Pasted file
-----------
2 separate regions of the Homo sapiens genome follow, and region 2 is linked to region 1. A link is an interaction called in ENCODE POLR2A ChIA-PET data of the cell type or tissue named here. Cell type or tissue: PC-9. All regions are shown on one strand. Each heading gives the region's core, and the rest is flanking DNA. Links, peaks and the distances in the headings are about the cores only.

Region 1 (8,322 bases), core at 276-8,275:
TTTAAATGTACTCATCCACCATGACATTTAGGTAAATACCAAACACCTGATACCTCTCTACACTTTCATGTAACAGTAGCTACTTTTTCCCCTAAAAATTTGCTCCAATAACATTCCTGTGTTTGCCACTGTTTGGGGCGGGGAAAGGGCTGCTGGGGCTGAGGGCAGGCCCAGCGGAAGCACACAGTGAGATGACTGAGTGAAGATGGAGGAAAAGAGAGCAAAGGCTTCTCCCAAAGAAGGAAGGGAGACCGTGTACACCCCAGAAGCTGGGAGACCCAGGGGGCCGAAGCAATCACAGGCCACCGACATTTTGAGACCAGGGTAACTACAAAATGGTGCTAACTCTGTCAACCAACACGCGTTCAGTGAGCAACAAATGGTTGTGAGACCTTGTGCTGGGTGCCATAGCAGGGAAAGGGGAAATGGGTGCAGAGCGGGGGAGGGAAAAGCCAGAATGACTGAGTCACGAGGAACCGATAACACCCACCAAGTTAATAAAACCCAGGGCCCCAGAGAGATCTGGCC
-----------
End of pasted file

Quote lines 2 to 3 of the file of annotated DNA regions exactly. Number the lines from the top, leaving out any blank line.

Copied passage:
Region 1 (8,322 bases), core at 276-8,275:
TTTAAATGTACTCATCCACCATGACATTTAGGTAAATACCAAACACCTGATACCTCTCTACACTTTCATGTAACAGTAGCTACTTTTTCCCCTAAAAATTTGCTCCAATAACATTCCTGTGTTTGCCACTGTTTGGGGCGGGGAAAGGGCTGCTGGGGCTGAGGGCAGGCCCAGCGGAAGCACACAGTGAGATGACTGAGTGAAGATGGAGGAAAAGAGAGCAAAGGCTTCTCCCAAAGAAGGAAGGGAGACCGTGTACACCCCAGAAGCTGGGAGACCCAGGGGGCCGAAGCAATCACAGGCCACCGACATTTTGAGACCAGGGTAACTACAAAATGGTGCTAACTCTGTCAACCAACACGCGTTCAGTGAGCAACAAATGGTTGTGAGACCTTGTGCTGGGTGCCATAGCAGGGAAAGGGGAAATGGGTGCAGAGCGGGGGAGGGAAAAGCCAGAATGACTGAGTCACGAGGAACCGATAACACCCACCAAGTTAATAAAACCCAGGGCCCCAGAGAGATCTGGCC